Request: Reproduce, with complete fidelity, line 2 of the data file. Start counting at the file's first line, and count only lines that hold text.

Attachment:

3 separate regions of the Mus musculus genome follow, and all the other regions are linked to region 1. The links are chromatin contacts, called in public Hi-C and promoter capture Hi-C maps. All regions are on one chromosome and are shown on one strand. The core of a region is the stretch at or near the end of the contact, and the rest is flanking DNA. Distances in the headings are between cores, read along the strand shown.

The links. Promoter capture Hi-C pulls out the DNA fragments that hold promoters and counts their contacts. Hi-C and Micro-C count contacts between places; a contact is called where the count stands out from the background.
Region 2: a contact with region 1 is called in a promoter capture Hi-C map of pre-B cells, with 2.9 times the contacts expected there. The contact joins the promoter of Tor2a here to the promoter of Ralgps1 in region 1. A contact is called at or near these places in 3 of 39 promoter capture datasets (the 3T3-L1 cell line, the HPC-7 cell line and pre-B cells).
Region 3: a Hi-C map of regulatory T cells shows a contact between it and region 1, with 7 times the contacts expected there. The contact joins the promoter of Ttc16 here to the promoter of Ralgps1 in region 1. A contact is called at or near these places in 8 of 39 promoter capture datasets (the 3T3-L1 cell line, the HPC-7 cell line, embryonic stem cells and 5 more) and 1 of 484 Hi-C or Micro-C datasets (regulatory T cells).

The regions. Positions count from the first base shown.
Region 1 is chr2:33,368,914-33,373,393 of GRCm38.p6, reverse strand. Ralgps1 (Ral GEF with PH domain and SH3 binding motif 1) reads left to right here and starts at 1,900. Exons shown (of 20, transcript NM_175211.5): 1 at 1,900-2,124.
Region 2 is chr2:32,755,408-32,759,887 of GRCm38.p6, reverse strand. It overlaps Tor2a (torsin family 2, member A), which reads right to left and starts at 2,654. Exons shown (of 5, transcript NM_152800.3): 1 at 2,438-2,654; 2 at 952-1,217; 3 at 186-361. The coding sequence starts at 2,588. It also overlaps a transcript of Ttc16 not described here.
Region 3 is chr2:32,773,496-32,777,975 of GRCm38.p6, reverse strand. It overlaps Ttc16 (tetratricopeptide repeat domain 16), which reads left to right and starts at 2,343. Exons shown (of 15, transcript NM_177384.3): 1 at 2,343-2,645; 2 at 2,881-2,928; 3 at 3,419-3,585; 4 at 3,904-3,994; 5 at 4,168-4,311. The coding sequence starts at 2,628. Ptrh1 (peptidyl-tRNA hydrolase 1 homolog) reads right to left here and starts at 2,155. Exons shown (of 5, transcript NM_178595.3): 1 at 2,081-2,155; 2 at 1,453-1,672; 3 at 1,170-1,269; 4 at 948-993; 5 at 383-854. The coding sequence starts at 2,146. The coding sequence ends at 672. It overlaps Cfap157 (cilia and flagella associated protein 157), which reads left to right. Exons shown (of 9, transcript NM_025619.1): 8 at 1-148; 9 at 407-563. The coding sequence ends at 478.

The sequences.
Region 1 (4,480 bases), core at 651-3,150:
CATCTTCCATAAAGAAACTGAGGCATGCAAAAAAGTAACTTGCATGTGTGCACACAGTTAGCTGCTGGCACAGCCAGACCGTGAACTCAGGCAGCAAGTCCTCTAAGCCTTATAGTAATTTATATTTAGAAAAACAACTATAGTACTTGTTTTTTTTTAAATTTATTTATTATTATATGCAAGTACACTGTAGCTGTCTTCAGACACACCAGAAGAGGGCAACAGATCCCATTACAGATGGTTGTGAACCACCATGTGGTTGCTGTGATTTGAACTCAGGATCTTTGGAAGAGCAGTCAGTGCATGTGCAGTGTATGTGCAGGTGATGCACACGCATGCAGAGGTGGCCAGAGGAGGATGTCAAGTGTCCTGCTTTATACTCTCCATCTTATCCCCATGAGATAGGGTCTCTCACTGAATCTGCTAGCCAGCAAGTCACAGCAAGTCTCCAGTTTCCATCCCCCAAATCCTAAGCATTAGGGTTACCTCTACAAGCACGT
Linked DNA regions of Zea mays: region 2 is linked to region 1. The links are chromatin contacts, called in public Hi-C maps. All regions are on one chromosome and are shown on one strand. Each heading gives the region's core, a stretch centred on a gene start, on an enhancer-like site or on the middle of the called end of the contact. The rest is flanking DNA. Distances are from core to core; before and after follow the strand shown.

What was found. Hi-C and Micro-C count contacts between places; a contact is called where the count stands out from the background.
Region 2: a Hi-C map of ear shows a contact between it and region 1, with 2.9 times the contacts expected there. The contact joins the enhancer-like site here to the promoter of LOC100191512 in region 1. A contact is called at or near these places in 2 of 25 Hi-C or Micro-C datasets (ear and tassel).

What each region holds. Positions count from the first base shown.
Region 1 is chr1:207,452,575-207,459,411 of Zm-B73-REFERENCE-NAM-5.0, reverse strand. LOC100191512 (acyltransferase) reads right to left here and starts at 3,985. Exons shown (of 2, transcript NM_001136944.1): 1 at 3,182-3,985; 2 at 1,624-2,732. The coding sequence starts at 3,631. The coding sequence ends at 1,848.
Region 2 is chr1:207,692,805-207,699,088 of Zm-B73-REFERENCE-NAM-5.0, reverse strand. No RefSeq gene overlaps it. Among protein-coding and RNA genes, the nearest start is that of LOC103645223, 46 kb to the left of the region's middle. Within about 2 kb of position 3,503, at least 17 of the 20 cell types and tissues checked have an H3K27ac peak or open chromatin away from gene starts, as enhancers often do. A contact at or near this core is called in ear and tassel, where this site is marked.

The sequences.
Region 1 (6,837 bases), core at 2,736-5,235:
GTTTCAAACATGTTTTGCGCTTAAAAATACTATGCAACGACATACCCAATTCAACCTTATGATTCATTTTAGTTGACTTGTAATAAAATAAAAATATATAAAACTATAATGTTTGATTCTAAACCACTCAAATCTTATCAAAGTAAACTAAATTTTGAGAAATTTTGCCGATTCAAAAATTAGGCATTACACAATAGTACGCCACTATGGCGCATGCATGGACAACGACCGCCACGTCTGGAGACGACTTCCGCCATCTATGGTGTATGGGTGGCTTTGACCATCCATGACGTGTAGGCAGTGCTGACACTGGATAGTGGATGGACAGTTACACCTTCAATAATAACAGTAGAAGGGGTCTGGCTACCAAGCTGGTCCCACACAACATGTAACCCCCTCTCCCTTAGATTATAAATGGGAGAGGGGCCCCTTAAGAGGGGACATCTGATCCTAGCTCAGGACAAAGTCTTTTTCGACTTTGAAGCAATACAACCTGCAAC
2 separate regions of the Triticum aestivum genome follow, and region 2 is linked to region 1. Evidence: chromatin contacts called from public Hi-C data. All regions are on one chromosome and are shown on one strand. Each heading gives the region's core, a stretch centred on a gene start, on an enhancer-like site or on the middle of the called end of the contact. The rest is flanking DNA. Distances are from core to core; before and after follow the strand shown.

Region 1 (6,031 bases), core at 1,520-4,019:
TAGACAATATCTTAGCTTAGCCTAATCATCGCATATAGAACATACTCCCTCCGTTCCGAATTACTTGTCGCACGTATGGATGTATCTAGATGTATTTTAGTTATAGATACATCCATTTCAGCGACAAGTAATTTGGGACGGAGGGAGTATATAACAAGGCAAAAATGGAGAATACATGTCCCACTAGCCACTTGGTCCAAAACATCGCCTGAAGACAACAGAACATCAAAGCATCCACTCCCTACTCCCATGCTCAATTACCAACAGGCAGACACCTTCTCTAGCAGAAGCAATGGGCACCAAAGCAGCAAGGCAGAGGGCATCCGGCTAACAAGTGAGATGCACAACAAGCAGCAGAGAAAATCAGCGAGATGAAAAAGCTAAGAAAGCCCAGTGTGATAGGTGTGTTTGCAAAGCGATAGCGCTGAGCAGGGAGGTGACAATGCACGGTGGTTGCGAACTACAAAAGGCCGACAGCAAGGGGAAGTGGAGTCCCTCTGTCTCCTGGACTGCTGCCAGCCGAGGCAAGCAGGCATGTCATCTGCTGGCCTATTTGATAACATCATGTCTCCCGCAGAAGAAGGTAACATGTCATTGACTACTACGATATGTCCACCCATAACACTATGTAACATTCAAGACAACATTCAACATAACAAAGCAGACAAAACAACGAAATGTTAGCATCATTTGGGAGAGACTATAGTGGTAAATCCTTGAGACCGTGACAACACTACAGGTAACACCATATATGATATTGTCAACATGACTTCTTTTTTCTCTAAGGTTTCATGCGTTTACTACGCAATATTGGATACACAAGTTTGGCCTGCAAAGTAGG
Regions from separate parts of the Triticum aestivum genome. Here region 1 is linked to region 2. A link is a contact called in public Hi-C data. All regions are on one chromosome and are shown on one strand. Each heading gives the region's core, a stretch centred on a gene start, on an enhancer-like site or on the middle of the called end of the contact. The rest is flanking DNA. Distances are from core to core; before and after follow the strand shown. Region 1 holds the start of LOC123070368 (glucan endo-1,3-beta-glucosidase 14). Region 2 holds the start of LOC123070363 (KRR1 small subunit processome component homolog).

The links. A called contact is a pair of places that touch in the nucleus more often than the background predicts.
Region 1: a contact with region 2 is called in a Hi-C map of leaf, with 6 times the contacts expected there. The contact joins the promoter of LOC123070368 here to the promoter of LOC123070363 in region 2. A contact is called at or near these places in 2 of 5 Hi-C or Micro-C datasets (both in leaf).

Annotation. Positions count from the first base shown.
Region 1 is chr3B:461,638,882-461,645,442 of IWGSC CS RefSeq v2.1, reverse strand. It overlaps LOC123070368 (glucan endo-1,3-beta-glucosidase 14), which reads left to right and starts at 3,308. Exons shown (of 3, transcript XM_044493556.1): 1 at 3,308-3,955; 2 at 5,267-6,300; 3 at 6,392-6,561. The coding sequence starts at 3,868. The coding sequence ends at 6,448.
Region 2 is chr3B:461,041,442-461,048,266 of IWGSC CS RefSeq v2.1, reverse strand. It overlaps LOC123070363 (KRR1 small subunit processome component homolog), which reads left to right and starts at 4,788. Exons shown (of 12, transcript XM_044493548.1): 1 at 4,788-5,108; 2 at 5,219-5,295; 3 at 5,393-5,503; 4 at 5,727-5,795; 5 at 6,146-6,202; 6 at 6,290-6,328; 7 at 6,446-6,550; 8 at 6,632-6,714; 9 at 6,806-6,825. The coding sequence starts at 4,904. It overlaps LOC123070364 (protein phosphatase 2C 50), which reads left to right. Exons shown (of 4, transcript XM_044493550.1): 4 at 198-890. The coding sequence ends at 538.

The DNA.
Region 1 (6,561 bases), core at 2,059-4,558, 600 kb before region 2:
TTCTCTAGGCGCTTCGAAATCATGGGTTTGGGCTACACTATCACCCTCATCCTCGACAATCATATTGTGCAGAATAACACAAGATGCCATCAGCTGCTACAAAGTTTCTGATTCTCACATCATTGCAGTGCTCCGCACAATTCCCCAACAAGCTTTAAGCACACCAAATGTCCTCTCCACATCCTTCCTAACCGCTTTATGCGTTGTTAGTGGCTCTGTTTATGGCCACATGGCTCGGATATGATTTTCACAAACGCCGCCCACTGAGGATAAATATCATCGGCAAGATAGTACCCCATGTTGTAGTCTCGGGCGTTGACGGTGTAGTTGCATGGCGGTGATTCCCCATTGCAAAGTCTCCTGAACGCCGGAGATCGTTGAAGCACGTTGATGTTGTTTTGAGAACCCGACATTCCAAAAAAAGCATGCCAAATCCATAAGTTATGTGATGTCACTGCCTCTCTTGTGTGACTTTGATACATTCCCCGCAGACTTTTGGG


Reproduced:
The links. Promoter capture Hi-C pulls out the DNA fragments that hold promoters and counts their contacts. Hi-C and Micro-C count contacts between places; a contact is called where the count stands out from the background.